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Abstract. The problem of maintaining geometric structures for points in motion has been well studied over the years. Much theoretical work to date has been based on the assumption that point motion is continuous and predictable, but in practice, motion is typically presented incrementally in discrete time steps and may not be predictable. We consider the problem of maintaining a data structure for a set of points undergoing such incremental motion. We present a simple online model in which two agents cooperate to maintain the structure. One defines the data structure and provides a collection of certificates, which guarantee the structure’s correctness. The other checks that the motion over time satisfies these certificates and notifies the first agent of any violations. We present efficient online algorithms for maintaining both nets and net trees for a point set undergoing incremental motion in a space of constant dimension. We analyze our algorithms ’ efficiencies by bounding their competitive ratios relative to an optimal algorithm. We prove a constant factor competitive ratio for maintaining a slack form of nets, and our competitive ratio for net trees is proportional to the square of the tree’s height. 1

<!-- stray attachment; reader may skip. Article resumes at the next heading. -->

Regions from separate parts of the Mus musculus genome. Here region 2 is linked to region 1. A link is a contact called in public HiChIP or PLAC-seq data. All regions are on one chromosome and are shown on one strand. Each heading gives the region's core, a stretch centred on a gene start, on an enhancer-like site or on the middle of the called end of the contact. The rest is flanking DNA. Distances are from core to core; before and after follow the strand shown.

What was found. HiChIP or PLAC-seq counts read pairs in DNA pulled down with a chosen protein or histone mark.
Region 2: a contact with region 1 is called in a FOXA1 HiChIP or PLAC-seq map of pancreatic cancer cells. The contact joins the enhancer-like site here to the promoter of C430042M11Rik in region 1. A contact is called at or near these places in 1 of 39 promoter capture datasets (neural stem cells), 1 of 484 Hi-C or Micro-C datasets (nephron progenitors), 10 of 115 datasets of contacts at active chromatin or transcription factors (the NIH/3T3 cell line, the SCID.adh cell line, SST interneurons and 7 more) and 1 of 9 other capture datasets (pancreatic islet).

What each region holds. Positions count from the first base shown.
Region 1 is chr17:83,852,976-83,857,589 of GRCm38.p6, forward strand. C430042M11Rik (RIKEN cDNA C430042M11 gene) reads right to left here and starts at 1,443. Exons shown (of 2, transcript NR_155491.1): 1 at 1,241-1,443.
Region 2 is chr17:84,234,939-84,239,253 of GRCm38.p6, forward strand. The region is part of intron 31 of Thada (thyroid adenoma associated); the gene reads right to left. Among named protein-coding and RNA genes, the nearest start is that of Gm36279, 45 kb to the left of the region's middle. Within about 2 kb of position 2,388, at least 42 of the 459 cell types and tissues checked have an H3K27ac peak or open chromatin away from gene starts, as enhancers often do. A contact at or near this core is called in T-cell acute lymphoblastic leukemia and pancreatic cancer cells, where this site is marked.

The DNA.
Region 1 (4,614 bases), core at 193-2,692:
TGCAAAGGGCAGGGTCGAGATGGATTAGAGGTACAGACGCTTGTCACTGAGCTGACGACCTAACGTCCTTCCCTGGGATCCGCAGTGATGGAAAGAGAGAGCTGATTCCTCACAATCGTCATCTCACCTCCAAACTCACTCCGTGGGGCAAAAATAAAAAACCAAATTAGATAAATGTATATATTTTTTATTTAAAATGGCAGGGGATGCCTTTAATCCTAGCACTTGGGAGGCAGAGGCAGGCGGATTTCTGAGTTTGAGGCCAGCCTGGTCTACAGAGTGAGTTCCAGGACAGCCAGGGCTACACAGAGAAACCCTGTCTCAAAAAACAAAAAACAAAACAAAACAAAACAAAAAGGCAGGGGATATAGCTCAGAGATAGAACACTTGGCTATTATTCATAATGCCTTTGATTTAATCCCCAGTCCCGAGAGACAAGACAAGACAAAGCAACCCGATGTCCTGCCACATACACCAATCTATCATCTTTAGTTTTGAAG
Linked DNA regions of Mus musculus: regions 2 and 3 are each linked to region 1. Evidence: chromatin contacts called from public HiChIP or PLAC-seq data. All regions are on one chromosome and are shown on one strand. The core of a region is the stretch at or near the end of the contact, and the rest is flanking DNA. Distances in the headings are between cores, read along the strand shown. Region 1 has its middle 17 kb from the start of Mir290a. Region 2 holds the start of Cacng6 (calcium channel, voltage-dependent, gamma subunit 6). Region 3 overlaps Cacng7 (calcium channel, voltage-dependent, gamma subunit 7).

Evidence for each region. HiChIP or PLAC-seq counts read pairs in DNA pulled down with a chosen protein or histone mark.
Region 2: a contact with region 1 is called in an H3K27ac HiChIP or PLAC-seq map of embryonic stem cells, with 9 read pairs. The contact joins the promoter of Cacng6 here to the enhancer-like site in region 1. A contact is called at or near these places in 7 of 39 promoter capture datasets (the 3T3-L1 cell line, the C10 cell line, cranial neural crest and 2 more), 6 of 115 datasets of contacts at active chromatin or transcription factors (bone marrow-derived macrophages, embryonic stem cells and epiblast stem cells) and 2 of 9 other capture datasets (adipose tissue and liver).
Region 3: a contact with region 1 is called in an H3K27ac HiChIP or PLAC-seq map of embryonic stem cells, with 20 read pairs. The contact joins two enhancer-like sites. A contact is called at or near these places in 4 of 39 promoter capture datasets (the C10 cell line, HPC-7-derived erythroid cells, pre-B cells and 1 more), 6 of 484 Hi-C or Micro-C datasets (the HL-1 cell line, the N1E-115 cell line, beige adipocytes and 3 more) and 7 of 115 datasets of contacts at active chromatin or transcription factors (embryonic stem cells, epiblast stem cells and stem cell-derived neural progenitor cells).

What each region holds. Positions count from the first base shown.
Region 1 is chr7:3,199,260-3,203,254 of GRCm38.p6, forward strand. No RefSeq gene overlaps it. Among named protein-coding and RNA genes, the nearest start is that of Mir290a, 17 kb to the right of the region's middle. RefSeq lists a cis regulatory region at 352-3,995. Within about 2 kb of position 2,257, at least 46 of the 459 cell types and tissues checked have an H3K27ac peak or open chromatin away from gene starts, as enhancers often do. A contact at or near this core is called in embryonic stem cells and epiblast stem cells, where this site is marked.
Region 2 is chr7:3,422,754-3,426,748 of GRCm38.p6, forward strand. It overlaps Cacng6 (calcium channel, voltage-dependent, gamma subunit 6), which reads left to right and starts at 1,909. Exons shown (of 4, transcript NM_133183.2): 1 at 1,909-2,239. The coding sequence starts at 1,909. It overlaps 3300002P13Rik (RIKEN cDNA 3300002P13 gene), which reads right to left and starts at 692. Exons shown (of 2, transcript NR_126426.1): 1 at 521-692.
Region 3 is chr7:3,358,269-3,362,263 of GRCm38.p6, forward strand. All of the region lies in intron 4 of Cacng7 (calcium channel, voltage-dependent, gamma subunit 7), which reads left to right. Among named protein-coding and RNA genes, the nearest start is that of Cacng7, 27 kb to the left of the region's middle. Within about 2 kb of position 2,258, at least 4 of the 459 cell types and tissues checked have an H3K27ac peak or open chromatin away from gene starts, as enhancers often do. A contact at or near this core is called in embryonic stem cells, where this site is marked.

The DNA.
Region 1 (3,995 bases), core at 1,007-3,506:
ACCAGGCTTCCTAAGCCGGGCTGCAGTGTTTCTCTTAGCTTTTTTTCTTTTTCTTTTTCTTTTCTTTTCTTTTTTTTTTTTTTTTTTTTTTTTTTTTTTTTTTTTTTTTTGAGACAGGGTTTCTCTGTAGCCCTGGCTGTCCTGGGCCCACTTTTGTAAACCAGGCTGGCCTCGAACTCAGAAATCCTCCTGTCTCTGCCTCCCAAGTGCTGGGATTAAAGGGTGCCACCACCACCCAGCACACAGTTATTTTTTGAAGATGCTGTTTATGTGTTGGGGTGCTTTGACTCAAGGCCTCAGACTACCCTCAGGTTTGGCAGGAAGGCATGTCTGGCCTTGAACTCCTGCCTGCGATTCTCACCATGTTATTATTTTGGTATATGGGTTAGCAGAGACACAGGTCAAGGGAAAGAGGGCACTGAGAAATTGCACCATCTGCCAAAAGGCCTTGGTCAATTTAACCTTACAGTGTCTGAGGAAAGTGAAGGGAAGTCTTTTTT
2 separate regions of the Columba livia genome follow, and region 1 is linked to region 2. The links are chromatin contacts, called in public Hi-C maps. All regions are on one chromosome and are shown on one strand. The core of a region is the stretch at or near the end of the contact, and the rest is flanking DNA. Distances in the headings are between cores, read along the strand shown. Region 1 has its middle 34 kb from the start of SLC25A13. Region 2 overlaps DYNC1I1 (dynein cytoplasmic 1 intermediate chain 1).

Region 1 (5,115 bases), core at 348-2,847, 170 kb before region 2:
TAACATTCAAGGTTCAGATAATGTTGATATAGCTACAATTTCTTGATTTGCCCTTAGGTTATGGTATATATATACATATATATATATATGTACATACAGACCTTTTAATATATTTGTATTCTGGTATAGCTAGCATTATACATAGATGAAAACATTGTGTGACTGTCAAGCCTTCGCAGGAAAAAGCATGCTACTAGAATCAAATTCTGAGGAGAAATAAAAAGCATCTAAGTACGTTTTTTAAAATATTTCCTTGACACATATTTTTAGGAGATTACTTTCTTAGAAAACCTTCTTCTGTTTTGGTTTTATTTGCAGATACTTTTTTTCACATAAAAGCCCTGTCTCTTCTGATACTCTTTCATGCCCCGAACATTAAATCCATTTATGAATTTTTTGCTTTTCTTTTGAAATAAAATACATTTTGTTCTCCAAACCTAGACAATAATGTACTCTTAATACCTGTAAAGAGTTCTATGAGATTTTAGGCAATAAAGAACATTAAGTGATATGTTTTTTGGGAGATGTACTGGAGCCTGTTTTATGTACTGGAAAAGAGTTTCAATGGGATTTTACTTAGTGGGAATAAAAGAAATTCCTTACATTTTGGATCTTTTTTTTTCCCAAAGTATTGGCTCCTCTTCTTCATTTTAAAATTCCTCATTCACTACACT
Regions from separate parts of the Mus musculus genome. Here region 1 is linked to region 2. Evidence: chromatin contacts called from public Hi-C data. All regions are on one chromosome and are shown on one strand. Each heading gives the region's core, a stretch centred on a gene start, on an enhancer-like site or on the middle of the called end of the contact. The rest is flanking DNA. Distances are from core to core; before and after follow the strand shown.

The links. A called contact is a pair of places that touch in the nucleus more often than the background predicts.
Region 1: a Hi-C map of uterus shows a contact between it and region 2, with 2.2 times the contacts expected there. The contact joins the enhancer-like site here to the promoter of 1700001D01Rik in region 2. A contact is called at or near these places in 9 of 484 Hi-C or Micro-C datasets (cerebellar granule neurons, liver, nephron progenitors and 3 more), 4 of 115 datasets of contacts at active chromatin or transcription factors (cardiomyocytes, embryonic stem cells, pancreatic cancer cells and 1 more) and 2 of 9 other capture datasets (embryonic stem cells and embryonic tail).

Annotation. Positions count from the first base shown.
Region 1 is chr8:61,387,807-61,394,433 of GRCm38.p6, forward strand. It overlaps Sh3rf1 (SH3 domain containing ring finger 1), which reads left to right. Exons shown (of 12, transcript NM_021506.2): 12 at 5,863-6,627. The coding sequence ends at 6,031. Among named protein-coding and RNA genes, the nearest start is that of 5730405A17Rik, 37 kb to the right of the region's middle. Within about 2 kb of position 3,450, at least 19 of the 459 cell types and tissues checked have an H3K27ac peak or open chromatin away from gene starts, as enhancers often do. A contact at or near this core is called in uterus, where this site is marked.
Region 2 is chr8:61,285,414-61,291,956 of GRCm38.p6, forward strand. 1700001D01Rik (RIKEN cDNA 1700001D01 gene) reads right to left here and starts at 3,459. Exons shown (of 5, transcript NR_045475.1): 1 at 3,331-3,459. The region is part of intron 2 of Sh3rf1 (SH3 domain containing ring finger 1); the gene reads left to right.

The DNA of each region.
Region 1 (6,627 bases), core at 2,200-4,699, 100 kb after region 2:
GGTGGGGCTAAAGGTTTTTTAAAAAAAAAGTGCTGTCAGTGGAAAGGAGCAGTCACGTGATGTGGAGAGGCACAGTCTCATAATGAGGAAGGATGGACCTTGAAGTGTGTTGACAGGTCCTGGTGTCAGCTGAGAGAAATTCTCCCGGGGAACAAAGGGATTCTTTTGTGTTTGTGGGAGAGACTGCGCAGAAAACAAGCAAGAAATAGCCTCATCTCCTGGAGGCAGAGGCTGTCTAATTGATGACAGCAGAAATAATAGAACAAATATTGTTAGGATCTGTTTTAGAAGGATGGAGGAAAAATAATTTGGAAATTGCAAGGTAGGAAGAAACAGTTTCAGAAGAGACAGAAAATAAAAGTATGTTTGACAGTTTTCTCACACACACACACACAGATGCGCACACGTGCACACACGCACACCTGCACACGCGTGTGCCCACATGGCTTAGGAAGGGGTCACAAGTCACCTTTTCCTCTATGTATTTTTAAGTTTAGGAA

Maintaining Approximate Minimum Steiner Tree and kcenter for Mobile Agents in a Sensor Network
"... Abstract—We study the problem of maintaining group communication between m mobile agents, tracked and helped by n static networked sensors. We develop algorithms to maintain a O(lg n)approximation to the minimum Steiner tree of the mobile agents such that the maintenance message cost is on average ..."
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Cited by 1 (1 self)
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Abstract—We study the problem of maintaining group communication between m mobile agents, tracked and helped by n static networked sensors. We develop algorithms to maintain a O(lg n)approximation to the minimum Steiner tree of the mobile agents such that the maintenance message cost is on average O(lg n) per each hop an agent moves. The key idea is to extract a ‘hierarchical wellseparated tree (HST) ’ on the sensor nodes such that the tree distance approximates the sensor network hop distance by a factor of O(lg n). We then prove that maintaining the subtree of the mobile agents on the HST uses logarithmic messages per hop movement. With the HST we can also maintain O(lg n) approximate kcenter for the mobile agents with the same message cost. Both the minimum Steiner tree and the kcenter problems are NPhard and our algorithms are the first efficient algorithms for maintaining approximate solutions in a distributed setting. I.
Algorithms for Calculating Statistical Properties of Moving Points
"... Robust statistics and kinetic data structures are two frequently studied theoretical areas with practical motivations. The former topic is the study of statistical estimators that are robust to data outliers. The latter topic is the study of data structures for calculations on moving point sets. The ..."